EGU21-13092, updated on 04 Mar 2021
EGU General Assembly 2021
© Author(s) 2021. This work is distributed under
the Creative Commons Attribution 4.0 License.

Machine learning-based tools for water digitalisation

Asma Slaimi1,2,3, Susan Hegarty2,5, Fiona Regan2,6, Michael Scriney1,4, and Noel O’Connor1,3
Asma Slaimi et al.
  • 1Insight Centre for Data Analytics, Dublin City University, Glasnevin, Dublin, Ireland (, noel.oconnor@insight-centre,
  • 2DCU Water Institute, Dublin City University, Glasnevin, Dublin, Ireland (,,
  • 3School of Electronic Engineering, Dublin City University, Glasnevin, Dublin, Ireland (,
  • 4School of computing, Dublin City University, Glasnevin, Dublin, Ireland (
  • 5School of History and Geography, Dublin City University, Drumcondra, Dublin, Ireland (
  • 6School of Chemical Sciences, Dublin City University, Glasnevin, Dublin, Ireland (

Advanced technologies have proven to deliver significant outcomes in the water management sector. New technologies provide the capability to collect and correlate the information from remote devices, introducing smart tools that can leverage augmented intelligence for interpreting structured and unstructured, text-based or sensory data. However, most of the single feature or non-sequential prediction machine learning methods for understanding water quality achieve poor results due to the fact that water quality information exists in the form of multivariate time-series datasets.

At the catchment scale, there are many layers where relevant data needs to be measured and captured. For that, data warehouses play an essential role in decision support systems as they provide adequate information. 

In this paper, we started by extracting, transforming, cleaning and consolidating data from several data sources into a data warehouse. Then, the data in the warehouse was used to develop a computer tool to predict river water level using Artificial Neural Networks (ANNs), in particular, Long Short-Term Memory networks (LSTM). As the prediction performance is significantly affected by the model inputs, the feature selection step, which considers the multivariate correlation of water quality information in terms of similarity and proximity, is particularly important. The features obtained from the previous steps are the inputs to the prediction model based on LSTM, which naturally takes the time sequence of water quality information into account.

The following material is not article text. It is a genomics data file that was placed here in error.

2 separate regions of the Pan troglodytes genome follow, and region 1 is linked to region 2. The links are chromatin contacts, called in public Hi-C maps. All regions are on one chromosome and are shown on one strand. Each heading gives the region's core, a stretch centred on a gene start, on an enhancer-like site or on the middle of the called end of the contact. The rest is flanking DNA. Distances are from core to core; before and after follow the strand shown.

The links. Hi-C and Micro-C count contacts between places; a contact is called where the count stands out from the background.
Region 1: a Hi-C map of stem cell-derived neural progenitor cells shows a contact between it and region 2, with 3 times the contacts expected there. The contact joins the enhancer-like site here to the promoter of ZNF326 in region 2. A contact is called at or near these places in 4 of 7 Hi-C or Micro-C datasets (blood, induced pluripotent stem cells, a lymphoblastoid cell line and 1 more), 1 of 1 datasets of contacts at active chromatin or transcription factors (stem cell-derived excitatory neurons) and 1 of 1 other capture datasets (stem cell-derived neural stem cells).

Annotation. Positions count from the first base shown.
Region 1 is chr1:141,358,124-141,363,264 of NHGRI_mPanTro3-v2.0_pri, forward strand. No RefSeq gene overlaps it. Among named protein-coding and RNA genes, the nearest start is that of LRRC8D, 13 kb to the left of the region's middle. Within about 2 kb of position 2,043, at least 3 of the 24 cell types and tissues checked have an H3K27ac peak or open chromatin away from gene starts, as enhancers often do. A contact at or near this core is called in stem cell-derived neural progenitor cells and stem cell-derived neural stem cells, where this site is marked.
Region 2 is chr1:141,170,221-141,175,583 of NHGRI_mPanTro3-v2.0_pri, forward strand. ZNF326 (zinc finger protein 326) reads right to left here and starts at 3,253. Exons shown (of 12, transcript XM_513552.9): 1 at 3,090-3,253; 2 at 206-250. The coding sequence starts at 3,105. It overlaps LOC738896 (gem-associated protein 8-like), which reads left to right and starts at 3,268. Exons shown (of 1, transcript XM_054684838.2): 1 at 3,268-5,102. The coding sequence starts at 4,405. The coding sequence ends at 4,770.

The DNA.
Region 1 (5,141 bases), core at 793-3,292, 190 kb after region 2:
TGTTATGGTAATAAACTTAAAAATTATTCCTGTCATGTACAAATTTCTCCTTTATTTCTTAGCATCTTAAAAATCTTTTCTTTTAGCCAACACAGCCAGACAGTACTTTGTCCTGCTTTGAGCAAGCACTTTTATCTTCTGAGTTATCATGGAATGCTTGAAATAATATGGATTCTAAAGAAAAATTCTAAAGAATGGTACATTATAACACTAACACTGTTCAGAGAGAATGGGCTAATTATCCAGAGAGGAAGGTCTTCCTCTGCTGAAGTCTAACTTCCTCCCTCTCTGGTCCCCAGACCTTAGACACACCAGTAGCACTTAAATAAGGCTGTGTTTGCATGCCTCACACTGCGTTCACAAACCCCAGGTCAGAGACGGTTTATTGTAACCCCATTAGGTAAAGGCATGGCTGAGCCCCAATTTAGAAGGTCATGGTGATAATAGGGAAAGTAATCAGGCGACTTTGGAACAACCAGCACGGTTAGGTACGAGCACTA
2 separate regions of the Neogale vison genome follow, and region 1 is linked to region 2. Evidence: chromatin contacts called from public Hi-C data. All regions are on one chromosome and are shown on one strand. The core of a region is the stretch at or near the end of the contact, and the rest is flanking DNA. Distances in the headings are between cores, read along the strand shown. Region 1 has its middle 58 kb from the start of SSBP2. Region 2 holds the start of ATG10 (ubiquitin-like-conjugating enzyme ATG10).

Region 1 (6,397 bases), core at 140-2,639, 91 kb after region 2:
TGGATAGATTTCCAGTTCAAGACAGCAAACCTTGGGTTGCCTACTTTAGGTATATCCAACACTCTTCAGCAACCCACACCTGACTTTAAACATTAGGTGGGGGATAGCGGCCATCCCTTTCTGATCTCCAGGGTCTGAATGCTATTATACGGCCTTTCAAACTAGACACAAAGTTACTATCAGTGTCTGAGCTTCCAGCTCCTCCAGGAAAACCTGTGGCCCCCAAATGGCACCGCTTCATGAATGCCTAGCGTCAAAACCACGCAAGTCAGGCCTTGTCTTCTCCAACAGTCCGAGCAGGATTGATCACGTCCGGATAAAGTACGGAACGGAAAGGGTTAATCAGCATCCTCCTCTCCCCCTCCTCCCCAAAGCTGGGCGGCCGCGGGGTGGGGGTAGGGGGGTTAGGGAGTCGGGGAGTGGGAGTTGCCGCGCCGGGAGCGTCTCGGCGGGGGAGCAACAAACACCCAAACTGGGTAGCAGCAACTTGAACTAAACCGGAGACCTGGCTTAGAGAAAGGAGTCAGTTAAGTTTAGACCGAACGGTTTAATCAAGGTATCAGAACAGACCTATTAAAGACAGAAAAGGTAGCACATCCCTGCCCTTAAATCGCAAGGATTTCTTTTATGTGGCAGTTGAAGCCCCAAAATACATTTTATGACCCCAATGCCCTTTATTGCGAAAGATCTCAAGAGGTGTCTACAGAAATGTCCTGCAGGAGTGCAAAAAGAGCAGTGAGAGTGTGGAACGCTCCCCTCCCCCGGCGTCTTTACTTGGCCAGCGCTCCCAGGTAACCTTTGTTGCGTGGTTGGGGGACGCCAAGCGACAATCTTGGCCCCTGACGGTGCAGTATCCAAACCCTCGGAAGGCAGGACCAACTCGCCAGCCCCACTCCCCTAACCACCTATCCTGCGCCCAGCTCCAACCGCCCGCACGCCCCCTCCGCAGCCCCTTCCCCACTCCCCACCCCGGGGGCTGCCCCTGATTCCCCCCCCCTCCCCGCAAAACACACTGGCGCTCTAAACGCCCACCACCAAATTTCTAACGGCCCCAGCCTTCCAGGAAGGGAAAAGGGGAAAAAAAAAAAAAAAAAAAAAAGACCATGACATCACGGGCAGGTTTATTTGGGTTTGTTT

The proposed method is applied to two different catchments in the island of Ireland. Experimental results indicate that our model provides accurate predictions for water levels and is a useful supportive tool for water quality management. 

Ultimately, digitised representations of water environments will guarantee situational awareness of water flow and quality monitoring. The digitalisation of water is no longer optional but a necessity to solve many of the challenges faced by the water industry.

Keywords: Water digitalisation, water quality, data warehouse, machine learning, predictive model, LSTM.

How to cite: Slaimi, A., Hegarty, S., Regan, F., Scriney, M., and O’Connor, N.: Machine learning-based tools for water digitalisation, EGU General Assembly 2021, online, 19–30 Apr 2021, EGU21-13092,, 2021.